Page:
John C Klensin wrote:
I am not persuaded that there is consensus on deprecating the
"accept, process, and then return (or drop)" model in favor
of requiring that everything be done while the SMTP
connection is open.
"Requiring" cannot work, but "favouring" should be okay. Just
enough so that something like draft-hutzler-spamops has a base
to build on.
If we have some "consensus" that most SMTP traffic today is
unsolicited / unwanted it has consequences, the old model with
"accept and return" (where does it talk about "drop" ?) is not
more good enough.
If we don't have this "consensus" let's just do nothing at all.
It would be a waste of time better spent on solving some real
problems, DKIM and similar proposals.
declare the "deferred determination of deliberability" model
retroactively broken doesn't work for me.
Thousands of "-all" policies cry "thanks, but no thanks, enough
is enough, better reject my mail than 'return' this forged crap
to me". Numerous BLs offer "better reject" indicators. Many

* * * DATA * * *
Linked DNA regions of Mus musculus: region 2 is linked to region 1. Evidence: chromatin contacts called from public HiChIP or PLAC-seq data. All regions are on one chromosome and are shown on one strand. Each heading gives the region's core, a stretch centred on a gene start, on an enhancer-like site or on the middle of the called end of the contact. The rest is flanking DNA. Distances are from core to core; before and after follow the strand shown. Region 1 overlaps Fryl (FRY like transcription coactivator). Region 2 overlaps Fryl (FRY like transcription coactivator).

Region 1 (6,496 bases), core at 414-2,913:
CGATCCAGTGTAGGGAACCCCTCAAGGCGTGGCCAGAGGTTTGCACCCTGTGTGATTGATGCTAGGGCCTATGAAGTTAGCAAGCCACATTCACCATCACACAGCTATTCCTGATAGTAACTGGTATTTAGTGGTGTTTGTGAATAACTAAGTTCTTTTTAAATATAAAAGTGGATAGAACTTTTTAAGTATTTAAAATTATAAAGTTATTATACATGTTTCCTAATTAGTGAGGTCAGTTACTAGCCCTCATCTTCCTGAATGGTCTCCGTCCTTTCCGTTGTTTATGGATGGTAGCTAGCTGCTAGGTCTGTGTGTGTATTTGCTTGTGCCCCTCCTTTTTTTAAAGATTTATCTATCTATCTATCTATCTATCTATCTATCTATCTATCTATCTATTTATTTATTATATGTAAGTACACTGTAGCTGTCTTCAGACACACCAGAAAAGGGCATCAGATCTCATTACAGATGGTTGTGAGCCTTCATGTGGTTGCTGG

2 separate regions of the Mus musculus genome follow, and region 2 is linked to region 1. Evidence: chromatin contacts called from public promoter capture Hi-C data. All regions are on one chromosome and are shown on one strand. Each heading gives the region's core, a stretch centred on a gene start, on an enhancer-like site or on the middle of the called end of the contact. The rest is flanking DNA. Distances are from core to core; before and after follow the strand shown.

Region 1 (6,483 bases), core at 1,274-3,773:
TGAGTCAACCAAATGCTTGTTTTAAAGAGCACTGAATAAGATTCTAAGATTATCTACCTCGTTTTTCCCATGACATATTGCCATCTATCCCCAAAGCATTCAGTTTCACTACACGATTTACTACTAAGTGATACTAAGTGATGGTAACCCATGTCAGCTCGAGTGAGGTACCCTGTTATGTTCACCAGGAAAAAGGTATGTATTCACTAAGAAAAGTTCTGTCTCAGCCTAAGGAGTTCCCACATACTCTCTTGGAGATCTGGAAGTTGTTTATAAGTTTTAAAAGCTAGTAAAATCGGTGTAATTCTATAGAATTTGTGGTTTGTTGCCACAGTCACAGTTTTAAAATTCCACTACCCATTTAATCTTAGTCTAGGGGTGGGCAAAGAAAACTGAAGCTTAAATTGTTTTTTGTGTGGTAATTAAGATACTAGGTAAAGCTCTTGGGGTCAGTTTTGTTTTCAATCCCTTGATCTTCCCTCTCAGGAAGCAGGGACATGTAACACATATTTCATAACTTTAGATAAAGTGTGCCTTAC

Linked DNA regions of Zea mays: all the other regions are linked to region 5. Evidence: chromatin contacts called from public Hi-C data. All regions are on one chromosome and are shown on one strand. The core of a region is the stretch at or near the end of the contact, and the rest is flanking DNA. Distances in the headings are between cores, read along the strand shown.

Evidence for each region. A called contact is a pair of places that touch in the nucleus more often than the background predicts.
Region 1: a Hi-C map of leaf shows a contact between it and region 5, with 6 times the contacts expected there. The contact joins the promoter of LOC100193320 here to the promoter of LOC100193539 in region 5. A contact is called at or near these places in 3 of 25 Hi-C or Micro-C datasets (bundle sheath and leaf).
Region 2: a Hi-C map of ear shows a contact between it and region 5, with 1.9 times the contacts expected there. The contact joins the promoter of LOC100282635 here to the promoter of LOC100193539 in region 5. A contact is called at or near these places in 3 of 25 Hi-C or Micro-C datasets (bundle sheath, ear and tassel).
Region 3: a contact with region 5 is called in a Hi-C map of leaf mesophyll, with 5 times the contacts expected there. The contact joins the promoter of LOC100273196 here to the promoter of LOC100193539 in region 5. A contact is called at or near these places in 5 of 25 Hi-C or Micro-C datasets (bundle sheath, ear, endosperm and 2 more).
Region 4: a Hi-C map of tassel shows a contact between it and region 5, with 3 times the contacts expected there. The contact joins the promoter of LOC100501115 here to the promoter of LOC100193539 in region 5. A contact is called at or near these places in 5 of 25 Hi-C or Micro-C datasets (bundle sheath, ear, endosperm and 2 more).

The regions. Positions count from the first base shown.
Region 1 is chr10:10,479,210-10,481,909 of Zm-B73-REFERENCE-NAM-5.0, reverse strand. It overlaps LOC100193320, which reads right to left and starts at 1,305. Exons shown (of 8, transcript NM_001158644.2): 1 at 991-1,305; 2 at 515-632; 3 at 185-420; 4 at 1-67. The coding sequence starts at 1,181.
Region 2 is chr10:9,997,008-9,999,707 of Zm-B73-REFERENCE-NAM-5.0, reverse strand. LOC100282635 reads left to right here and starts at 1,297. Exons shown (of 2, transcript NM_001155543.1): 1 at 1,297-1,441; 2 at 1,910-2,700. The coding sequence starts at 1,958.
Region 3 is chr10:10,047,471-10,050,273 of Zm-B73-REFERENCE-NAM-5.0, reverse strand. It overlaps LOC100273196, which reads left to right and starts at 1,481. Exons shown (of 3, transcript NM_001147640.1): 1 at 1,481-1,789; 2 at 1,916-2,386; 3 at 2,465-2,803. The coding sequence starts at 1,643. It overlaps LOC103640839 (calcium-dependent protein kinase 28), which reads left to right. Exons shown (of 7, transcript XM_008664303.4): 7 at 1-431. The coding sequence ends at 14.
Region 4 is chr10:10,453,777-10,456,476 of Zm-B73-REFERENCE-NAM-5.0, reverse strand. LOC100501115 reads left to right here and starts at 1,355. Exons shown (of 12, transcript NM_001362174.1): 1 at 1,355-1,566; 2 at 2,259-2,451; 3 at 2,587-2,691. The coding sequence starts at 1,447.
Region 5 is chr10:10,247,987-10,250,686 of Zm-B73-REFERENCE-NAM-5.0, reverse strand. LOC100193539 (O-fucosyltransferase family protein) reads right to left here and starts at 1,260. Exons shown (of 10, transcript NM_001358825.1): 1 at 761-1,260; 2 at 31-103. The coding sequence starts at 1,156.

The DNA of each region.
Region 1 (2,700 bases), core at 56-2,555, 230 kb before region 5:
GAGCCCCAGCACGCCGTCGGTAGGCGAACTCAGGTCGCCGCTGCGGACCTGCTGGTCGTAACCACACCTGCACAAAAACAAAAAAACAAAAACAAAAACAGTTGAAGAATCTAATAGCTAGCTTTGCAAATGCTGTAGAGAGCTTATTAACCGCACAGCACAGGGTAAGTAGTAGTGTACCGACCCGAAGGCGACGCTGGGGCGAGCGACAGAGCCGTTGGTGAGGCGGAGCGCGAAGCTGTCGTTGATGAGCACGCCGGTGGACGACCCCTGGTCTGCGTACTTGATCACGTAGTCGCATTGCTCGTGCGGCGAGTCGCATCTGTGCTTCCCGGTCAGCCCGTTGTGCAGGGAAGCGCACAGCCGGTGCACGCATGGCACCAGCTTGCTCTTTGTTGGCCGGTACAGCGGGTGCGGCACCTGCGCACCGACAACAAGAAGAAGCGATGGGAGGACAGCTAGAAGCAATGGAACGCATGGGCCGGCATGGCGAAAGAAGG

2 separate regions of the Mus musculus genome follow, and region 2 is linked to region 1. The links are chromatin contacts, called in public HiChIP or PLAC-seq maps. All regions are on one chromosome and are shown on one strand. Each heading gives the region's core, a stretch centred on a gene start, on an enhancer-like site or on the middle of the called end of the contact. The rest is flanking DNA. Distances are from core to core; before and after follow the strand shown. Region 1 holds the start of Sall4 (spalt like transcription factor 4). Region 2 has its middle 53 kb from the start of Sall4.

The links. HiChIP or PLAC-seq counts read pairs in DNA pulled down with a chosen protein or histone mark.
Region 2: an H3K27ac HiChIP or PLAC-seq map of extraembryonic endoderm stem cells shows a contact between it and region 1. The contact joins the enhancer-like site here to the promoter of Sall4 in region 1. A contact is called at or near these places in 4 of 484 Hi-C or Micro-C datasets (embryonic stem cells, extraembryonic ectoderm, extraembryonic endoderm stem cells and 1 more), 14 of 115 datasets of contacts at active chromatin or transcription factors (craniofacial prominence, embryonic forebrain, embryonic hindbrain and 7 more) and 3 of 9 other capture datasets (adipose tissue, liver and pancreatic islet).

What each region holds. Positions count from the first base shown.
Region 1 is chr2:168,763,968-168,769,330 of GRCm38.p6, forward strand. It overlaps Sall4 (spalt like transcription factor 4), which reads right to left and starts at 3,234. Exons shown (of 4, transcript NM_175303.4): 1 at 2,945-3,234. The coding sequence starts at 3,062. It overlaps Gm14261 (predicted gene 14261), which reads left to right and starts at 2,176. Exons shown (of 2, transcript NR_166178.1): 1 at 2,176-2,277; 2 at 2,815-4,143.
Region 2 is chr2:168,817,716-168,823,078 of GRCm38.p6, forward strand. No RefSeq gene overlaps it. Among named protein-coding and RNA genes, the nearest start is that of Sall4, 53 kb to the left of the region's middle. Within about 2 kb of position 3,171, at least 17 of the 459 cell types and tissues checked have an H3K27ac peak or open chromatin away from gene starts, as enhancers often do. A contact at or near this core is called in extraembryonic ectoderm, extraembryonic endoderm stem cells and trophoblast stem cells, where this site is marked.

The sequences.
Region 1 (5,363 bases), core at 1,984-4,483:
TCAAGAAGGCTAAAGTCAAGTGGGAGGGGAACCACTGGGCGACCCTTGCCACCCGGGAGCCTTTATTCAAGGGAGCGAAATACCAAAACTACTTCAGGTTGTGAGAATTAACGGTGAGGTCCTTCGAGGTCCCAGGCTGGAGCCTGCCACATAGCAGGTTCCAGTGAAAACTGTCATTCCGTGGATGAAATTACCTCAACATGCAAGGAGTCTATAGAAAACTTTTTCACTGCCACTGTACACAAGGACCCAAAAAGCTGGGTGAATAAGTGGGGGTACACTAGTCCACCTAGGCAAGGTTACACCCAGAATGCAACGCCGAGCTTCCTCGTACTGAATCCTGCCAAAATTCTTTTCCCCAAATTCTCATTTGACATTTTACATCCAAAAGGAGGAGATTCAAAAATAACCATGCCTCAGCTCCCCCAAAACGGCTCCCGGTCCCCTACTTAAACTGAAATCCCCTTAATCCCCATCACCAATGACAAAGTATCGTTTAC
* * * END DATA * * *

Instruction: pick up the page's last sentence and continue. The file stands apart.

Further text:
drafts (+ experiments) discuss ways to reject mail. The other
possibility "(or drop)" in your statement is dangerous, reject
is more reliable, "(or drop)" is a black hole.
And just "return" (blindly) can't be the solution, there are
real users out there who can't handle this flood of crap. With
a general shift to "delete all bounces automatically" SMTP as
we know it would be in serious trouble.
It's IMO the job of 2821bis to offer a better perspective. Or
rather _allow_ a better perspective, actual offers are as you
said a separate issue, and everbody has his favourite ideas.
A problem are thousands of wannabe-postmasters claiming that
(2)821 allows, nay forces, them to bounce spam. And today the
SpamCop FAQ entry about bogus bounces is more relevant than
anything the IETF says - that can't be what "we" (TINW) want.
Just in case: it's perfectly clear that there can't be any
radical or incompatible changes in the protocol. That's also
unnecessary, 'reject' and 'accept' already exist, we only have
to make clear that 'accept' is a serious decision, not to be